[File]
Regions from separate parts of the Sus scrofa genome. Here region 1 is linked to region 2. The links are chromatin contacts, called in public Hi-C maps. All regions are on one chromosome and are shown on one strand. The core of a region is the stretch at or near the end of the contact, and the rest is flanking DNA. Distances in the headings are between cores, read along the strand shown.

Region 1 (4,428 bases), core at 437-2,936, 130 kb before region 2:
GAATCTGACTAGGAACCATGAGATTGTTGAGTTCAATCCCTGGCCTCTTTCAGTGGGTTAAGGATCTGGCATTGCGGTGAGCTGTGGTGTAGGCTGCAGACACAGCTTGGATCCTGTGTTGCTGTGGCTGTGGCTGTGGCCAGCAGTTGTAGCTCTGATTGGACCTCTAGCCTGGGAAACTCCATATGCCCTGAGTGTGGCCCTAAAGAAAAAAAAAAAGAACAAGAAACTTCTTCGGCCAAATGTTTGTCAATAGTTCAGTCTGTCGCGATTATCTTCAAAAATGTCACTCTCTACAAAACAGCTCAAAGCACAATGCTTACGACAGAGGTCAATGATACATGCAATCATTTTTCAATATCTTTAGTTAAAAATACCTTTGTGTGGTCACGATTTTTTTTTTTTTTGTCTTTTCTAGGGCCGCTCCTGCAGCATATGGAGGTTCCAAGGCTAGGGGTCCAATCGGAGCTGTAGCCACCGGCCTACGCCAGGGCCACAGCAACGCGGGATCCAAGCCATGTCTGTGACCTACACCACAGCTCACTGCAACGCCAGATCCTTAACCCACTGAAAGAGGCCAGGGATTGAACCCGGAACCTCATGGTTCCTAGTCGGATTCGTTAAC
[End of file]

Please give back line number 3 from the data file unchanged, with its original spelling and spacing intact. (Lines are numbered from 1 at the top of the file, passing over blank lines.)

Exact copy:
GAATCTGACTAGGAACCATGAGATTGTTGAGTTCAATCCCTGGCCTCTTTCAGTGGGTTAAGGATCTGGCATTGCGGTGAGCTGTGGTGTAGGCTGCAGACACAGCTTGGATCCTGTGTTGCTGTGGCTGTGGCTGTGGCCAGCAGTTGTAGCTCTGATTGGACCTCTAGCCTGGGAAACTCCATATGCCCTGAGTGTGGCCCTAAAGAAAAAAAAAAAGAACAAGAAACTTCTTCGGCCAAATGTTTGTCAATAGTTCAGTCTGTCGCGATTATCTTCAAAAATGTCACTCTCTACAAAACAGCTCAAAGCACAATGCTTACGACAGAGGTCAATGATACATGCAATCATTTTTCAATATCTTTAGTTAAAAATACCTTTGTGTGGTCACGATTTTTTTTTTTTTTGTCTTTTCTAGGGCCGCTCCTGCAGCATATGGAGGTTCCAAGGCTAGGGGTCCAATCGGAGCTGTAGCCACCGGCCTACGCCAGGGCCACAGCAACGCGGGATCCAAGCCATGTCTGTGACCTACACCACAGCTCACTGCAACGCCAGATCCTTAACCCACTGAAAGAGGCCAGGGATTGAACCCGGAACCTCATGGTTCCTAGTCGGATTCGTTAAC